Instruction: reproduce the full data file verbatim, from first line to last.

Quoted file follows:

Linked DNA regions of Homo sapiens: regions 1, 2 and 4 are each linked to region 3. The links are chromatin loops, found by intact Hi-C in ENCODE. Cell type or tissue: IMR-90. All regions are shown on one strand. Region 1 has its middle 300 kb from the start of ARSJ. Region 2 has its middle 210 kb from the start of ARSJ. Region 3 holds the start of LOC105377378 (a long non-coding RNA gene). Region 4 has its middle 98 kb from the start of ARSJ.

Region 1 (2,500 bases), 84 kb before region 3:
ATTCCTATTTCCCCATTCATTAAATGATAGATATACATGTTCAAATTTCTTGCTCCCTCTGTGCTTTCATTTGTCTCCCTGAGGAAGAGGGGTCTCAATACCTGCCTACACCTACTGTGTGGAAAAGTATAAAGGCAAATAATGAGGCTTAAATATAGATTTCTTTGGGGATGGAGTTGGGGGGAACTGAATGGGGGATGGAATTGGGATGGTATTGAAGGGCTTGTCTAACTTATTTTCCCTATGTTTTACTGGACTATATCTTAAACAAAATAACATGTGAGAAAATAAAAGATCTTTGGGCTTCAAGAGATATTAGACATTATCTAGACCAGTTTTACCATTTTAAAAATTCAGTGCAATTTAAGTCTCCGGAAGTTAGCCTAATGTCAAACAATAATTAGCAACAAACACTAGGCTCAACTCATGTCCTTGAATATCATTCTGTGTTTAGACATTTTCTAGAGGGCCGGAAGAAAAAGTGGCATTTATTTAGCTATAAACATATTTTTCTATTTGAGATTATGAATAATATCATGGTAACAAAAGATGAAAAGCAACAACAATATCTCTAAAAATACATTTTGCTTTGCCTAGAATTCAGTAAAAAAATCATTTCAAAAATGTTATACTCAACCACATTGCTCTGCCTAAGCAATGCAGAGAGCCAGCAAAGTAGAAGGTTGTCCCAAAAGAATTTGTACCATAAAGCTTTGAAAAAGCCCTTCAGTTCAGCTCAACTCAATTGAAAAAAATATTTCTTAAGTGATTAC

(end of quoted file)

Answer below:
Linked DNA regions of Homo sapiens: regions 1, 2 and 4 are each linked to region 3. The links are chromatin loops, found by intact Hi-C in ENCODE. Cell type or tissue: IMR-90. All regions are shown on one strand. Region 1 has its middle 300 kb from the start of ARSJ. Region 2 has its middle 210 kb from the start of ARSJ. Region 3 holds the start of LOC105377378 (a long non-coding RNA gene). Region 4 has its middle 98 kb from the start of ARSJ.

Region 1 (2,500 bases), 84 kb before region 3:
ATTCCTATTTCCCCATTCATTAAATGATAGATATACATGTTCAAATTTCTTGCTCCCTCTGTGCTTTCATTTGTCTCCCTGAGGAAGAGGGGTCTCAATACCTGCCTACACCTACTGTGTGGAAAAGTATAAAGGCAAATAATGAGGCTTAAATATAGATTTCTTTGGGGATGGAGTTGGGGGGAACTGAATGGGGGATGGAATTGGGATGGTATTGAAGGGCTTGTCTAACTTATTTTCCCTATGTTTTACTGGACTATATCTTAAACAAAATAACATGTGAGAAAATAAAAGATCTTTGGGCTTCAAGAGATATTAGACATTATCTAGACCAGTTTTACCATTTTAAAAATTCAGTGCAATTTAAGTCTCCGGAAGTTAGCCTAATGTCAAACAATAATTAGCAACAAACACTAGGCTCAACTCATGTCCTTGAATATCATTCTGTGTTTAGACATTTTCTAGAGGGCCGGAAGAAAAAGTGGCATTTATTTAGCTATAAACATATTTTTCTATTTGAGATTATGAATAATATCATGGTAACAAAAGATGAAAAGCAACAACAATATCTCTAAAAATACATTTTGCTTTGCCTAGAATTCAGTAAAAAAATCATTTCAAAAATGTTATACTCAACCACATTGCTCTGCCTAAGCAATGCAGAGAGCCAGCAAAGTAGAAGGTTGTCCCAAAAGAATTTGTACCATAAAGCTTTGAAAAAGCCCTTCAGTTCAGCTCAACTCAATTGAAAAAAATATTTCTTAAGTGATTAC